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More school buses to be equipped with cameras to capture illegal passing

More school buses to be equipped with cameras to capture illegal passing

New state law carries administrative challenges but is expected to improve safety
More school buses to be equipped with cameras to capture illegal passing
Photographer: ShutterStock

Some Capital Region school districts have purchased school buses equipped with cameras used to capture evidence of drivers illegally passing a stopped school bus, and more are likely to follow.

Districts started purchasing replacement buses equipped with the cameras in anticipation of legislation that enables local municipalities, in agreement with school districts, to fine the owners of cars caught passing a school bus. Gov. Andrew Cuomo signed the legislation into law Tuesday.

While the new law enables school districts to move ahead with installing the cameras or purchasing new buses already equipped with the cameras, they will also need to hash out agreements with local municipalities if they hope to accomplish anything with the cameras.

Towns, villages, cities and counties are tasked under the new law with leading the charge to utilize cameras that are installed beside the stop signs that swing out from a school bus while it is stopped picking up or dropping off students. The local municipalities must enter into an agreement with the school districts in their jurisdiction and cover the financial cost of installing and maintaining the cameras.

“It’s the municipality who decided whether to have stop-arm cameras, but they can’t do it unless they enter into agreement with the school district,” said Bob Lowry, deputy director of the New York State Council of School Superintendents.

The arrangements, though, could get complicated. School districts that cross multiple jurisdictions with law enforcement agencies would have to partner with multiple agencies to have authority to snap pictures throughout a bus route that may cross multiple town or county lines. And a county may have to adopt agreements with multiple school districts that fall within its jurisdiction. Details over how the camera footage will be stored and how violators will be identified will also need to be decided.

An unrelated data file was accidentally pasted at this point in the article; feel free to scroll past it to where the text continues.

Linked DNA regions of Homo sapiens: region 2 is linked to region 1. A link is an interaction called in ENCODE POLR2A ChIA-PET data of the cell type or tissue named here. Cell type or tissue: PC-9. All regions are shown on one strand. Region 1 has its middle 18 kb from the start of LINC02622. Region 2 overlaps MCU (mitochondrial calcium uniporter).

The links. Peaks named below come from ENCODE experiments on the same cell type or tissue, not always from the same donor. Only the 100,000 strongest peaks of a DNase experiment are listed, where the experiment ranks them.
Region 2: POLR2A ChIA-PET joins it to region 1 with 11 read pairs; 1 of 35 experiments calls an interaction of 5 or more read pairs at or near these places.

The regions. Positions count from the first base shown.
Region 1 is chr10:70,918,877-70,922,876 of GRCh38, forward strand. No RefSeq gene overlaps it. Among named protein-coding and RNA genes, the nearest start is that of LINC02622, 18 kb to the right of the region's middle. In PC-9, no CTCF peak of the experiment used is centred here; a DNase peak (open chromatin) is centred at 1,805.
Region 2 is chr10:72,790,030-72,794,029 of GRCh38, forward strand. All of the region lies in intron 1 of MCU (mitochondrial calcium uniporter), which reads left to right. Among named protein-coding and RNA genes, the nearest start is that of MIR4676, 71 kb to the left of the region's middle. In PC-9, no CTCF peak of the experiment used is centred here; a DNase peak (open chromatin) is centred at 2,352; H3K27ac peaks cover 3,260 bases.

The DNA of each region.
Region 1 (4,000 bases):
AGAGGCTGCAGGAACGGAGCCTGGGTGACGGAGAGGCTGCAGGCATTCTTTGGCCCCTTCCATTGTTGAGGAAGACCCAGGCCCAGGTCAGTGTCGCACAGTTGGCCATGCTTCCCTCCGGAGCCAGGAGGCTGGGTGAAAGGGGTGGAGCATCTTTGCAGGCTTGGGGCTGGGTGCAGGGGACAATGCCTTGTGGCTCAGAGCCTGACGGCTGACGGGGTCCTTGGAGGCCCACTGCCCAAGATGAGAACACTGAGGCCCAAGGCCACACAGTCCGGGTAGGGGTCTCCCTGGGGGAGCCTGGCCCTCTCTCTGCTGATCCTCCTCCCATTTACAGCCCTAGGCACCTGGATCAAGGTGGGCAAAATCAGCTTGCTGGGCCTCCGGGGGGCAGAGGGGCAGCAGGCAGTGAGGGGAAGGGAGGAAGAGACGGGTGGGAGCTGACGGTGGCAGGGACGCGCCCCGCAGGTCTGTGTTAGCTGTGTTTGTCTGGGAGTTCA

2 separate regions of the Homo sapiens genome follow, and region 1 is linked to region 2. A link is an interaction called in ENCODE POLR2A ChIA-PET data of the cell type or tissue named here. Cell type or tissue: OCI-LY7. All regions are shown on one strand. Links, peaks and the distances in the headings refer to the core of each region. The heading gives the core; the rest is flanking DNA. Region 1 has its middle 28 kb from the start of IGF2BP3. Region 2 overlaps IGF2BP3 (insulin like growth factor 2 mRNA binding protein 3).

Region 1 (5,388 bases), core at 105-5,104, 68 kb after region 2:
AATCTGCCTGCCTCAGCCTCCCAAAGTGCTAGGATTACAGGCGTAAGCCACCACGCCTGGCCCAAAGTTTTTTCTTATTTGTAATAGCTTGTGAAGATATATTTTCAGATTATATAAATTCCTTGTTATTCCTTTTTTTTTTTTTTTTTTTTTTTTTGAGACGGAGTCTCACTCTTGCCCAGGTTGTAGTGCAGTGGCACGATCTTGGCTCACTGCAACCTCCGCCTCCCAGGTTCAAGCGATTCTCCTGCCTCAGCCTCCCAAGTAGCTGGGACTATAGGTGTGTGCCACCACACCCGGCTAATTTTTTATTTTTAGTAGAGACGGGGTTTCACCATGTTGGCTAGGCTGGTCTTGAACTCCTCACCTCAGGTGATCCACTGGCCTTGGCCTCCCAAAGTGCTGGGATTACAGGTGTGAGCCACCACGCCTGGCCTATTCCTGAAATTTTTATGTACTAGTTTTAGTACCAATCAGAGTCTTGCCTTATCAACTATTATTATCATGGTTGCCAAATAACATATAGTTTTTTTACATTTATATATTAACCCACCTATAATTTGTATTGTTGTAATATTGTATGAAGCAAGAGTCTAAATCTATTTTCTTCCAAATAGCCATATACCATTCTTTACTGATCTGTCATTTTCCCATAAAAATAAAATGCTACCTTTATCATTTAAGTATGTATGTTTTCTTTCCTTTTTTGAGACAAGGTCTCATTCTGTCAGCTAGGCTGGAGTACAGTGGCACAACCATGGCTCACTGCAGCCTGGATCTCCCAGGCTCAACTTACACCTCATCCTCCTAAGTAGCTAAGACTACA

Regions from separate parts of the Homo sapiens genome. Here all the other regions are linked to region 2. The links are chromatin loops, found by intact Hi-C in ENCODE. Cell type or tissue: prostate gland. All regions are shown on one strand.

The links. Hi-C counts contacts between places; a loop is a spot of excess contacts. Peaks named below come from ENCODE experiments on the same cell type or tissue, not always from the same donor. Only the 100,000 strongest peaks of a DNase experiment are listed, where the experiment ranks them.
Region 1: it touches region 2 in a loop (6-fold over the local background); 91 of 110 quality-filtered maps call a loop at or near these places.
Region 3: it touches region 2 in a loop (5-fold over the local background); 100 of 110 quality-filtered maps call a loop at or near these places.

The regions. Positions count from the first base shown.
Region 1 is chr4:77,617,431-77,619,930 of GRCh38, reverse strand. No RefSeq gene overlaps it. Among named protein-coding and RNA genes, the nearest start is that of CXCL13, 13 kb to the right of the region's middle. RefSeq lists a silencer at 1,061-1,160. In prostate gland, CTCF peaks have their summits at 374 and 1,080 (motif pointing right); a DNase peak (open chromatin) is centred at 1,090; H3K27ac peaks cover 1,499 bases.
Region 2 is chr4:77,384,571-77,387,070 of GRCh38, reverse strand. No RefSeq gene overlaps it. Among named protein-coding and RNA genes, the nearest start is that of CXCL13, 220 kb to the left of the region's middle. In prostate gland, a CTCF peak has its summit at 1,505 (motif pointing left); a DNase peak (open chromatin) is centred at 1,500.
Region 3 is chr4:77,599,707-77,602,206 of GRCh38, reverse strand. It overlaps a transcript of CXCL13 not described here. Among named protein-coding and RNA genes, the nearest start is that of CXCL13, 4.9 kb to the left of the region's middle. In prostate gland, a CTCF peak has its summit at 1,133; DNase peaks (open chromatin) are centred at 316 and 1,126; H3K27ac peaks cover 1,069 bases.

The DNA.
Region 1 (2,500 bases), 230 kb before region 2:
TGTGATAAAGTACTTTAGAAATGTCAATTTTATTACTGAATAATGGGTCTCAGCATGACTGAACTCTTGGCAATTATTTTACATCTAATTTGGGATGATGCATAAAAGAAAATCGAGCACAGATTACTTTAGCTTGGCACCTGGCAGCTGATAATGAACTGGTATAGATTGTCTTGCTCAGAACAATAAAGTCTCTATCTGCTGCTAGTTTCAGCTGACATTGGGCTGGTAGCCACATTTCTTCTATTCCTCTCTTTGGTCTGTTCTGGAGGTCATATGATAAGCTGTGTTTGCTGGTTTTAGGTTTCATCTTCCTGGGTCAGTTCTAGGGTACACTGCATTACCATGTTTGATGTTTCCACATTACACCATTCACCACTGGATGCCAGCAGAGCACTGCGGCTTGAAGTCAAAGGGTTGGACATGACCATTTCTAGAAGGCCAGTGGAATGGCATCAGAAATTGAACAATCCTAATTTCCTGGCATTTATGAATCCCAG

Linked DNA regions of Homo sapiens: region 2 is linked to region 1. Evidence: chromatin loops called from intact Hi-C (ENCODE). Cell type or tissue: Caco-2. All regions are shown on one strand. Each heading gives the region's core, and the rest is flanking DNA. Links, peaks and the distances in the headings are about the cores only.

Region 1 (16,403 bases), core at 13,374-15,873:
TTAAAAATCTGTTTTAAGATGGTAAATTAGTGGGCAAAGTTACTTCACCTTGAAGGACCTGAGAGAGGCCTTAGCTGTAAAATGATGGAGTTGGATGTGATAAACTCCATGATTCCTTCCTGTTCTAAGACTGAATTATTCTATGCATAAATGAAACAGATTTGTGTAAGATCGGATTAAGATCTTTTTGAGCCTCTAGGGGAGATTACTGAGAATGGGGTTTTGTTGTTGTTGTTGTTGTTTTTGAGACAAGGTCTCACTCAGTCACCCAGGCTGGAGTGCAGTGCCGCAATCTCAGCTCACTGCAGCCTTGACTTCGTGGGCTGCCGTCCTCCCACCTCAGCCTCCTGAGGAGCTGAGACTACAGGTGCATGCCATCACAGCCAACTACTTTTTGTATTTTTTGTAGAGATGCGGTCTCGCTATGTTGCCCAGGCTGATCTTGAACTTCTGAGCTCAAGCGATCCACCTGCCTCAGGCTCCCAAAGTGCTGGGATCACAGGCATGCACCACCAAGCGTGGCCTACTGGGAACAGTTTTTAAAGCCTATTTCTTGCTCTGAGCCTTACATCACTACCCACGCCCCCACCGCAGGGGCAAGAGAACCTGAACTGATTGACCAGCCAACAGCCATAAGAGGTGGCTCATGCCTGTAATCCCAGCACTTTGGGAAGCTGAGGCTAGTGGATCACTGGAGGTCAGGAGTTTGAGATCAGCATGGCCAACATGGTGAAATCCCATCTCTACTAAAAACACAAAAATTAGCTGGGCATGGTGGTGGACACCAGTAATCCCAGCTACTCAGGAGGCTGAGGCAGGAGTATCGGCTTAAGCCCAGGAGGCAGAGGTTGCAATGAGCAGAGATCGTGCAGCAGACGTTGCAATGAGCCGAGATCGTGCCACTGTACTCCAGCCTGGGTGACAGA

Groups that represent school district officials and local school boards said district administrators can take the lead in establishing discussions with their local governments if they are interested in using the new school bus cameras.

“If there is a school district that is interested in having the stop-arm cameras installed, it would be wise to have a conversation with the municipality, because at the end of the day the municipality is the one that is going to incur the cost,” said Al Marlin, a spokesman for the New York State School Boards Association.

The local governments can use revenue collected from issuing tickets to violators who pass stopped buses to offset the cost of the cameras. The fines, levied against the owner of the car, start at $250 for a first violation, rising to $275 for a second violation and $300 for a third violation within 18 months of the first.

“It’s always a critical tool, any piece of video we can have to catch anyone,” said Saratoga County Sheriff Michael Zurlo.

The transportation department in the Shenendehowa Central School District has helped lead the push for legislation that would make it easier for districts to use cameras to gather evidence on illegal bus passes — until now, bus drivers have been serving as the key source of surveillance on illegal passing.

“Unfortunately, multiples times throughout the day, [drivers] would call in and have us jot down a license plate,” said Belinda Govich, a dispatcher and routing specialist for Shenendehowa. “They say: ‘It just passed my reds.’”

Govich, who also serves as vice president of the Capital Area chapter of the New York Association of Pupil Transportation, would then take down whatever information the driver could provide on the car that passed while the bus was stopped — a description of the car, a license plate number, the location of the incident. That information was then passed on to police.

The Shenendehowa transportation department also maintains a list of “hot spots,” bus stops where cars regularly pass a stopped school bus. As the district rolls out new buses equipped with stop-arm cameras for the start of the new school year next month, those buses will be used on routes with the most hot spots.

Shenendehowa purchased 20 new school buses already equipped with the stop-arm cameras, part of annual efforts to replace old school buses with new ones. New buses purchased in the future also will come equipped with the cameras.

Alfred Karam, Shenendehowa’s director of transportation, said he expected the district to start working out the logistics of operating the cameras with the county soon, and potentially have an agreement in place by the end of September. But the cameras will be up and running when they start transporting kids to school next month.

Duanesburg Superintendent Frank Macri said his district purchased a pair of new buses equipped with the cameras but he still needs to look into the specifics of the new law. The district has also worked out a way of relaying bus driver information to the district’s school resource officer, a Schenectady County sheriff’s deputy, notifying law enforcement about unsafe driving.

Even with the logistical hurdles of establishing agreements to install the new cameras, the education community Tuesday broadly lauded the new law and its overarching goal — minimize unsafe driving around school buses.

“It takes that much more pressure off the drivers, so they can focus on really what’s important, which is driving safely for the children,” Govich said.

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